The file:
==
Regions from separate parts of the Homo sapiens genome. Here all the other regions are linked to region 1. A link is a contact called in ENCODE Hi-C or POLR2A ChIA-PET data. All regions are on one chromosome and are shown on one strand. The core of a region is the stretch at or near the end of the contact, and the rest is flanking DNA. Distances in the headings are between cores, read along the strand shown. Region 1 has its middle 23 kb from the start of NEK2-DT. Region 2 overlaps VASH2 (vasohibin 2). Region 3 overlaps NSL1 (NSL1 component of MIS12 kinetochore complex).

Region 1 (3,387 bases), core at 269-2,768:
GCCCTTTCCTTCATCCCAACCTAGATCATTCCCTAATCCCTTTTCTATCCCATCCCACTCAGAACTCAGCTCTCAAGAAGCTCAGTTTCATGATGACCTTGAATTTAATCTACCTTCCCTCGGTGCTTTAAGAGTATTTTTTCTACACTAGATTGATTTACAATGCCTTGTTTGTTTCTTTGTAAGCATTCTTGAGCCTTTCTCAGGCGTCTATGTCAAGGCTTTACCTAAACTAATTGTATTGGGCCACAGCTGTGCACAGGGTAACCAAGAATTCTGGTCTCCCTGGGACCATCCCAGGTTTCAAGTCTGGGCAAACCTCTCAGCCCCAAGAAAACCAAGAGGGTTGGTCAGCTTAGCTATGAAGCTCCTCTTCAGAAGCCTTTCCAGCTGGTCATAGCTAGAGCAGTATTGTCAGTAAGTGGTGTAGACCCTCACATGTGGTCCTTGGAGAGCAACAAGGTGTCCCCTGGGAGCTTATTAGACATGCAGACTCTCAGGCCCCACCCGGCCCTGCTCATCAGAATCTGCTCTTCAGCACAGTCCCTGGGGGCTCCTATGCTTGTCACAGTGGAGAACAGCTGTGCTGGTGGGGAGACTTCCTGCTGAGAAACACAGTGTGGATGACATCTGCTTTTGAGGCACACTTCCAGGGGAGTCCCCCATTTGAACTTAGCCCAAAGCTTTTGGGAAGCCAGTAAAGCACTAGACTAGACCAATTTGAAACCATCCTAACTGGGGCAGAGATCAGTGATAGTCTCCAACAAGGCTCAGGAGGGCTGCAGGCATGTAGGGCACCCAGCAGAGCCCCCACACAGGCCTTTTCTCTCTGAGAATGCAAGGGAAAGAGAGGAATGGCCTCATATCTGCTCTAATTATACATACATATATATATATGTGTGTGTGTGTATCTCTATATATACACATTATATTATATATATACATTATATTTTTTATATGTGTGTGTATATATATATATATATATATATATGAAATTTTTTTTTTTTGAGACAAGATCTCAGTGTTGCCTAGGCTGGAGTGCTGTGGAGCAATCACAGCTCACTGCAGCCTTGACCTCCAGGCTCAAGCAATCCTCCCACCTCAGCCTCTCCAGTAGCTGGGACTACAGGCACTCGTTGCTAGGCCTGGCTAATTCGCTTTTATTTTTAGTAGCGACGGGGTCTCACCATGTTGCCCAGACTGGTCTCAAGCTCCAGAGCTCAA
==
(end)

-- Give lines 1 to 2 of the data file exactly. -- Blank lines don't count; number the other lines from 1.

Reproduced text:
Regions from separate parts of the Homo sapiens genome. Here all the other regions are linked to region 1. A link is a contact called in ENCODE Hi-C or POLR2A ChIA-PET data. All regions are on one chromosome and are shown on one strand. The core of a region is the stretch at or near the end of the contact, and the rest is flanking DNA. Distances in the headings are between cores, read along the strand shown. Region 1 has its middle 23 kb from the start of NEK2-DT. Region 2 overlaps VASH2 (vasohibin 2). Region 3 overlaps NSL1 (NSL1 component of MIS12 kinetochore complex).

Region 1 (3,387 bases), core at 269-2,768: